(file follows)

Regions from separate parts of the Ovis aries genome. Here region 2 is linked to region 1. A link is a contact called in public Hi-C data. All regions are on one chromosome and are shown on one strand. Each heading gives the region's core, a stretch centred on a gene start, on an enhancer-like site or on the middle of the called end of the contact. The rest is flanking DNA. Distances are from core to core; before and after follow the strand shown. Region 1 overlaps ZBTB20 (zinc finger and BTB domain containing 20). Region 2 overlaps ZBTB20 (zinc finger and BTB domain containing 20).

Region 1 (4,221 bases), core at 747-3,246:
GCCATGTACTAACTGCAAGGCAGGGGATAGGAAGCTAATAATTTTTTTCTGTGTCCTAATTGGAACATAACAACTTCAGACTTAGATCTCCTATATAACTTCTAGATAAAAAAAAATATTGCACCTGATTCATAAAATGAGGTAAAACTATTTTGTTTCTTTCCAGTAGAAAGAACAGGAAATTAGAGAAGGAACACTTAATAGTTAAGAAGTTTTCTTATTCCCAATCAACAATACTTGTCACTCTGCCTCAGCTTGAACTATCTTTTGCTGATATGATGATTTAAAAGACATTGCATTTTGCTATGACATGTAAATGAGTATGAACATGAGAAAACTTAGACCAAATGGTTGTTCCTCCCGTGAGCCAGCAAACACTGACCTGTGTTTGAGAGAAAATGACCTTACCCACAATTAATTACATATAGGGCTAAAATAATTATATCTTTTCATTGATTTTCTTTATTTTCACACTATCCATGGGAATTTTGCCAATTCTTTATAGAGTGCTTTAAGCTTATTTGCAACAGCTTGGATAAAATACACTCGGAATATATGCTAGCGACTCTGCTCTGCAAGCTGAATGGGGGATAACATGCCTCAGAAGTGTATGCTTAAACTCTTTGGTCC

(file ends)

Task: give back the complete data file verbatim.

Regions from separate parts of the Ovis aries genome. Here region 2 is linked to region 1. A link is a contact called in public Hi-C data. All regions are on one chromosome and are shown on one strand. Each heading gives the region's core, a stretch centred on a gene start, on an enhancer-like site or on the middle of the called end of the contact. The rest is flanking DNA. Distances are from core to core; before and after follow the strand shown. Region 1 overlaps ZBTB20 (zinc finger and BTB domain containing 20). Region 2 overlaps ZBTB20 (zinc finger and BTB domain containing 20).

Region 1 (4,221 bases), core at 747-3,246:
GCCATGTACTAACTGCAAGGCAGGGGATAGGAAGCTAATAATTTTTTTCTGTGTCCTAATTGGAACATAACAACTTCAGACTTAGATCTCCTATATAACTTCTAGATAAAAAAAAATATTGCACCTGATTCATAAAATGAGGTAAAACTATTTTGTTTCTTTCCAGTAGAAAGAACAGGAAATTAGAGAAGGAACACTTAATAGTTAAGAAGTTTTCTTATTCCCAATCAACAATACTTGTCACTCTGCCTCAGCTTGAACTATCTTTTGCTGATATGATGATTTAAAAGACATTGCATTTTGCTATGACATGTAAATGAGTATGAACATGAGAAAACTTAGACCAAATGGTTGTTCCTCCCGTGAGCCAGCAAACACTGACCTGTGTTTGAGAGAAAATGACCTTACCCACAATTAATTACATATAGGGCTAAAATAATTATATCTTTTCATTGATTTTCTTTATTTTCACACTATCCATGGGAATTTTGCCAATTCTTTATAGAGTGCTTTAAGCTTATTTGCAACAGCTTGGATAAAATACACTCGGAATATATGCTAGCGACTCTGCTCTGCAAGCTGAATGGGGGATAACATGCCTCAGAAGTGTATGCTTAAACTCTTTGGTCC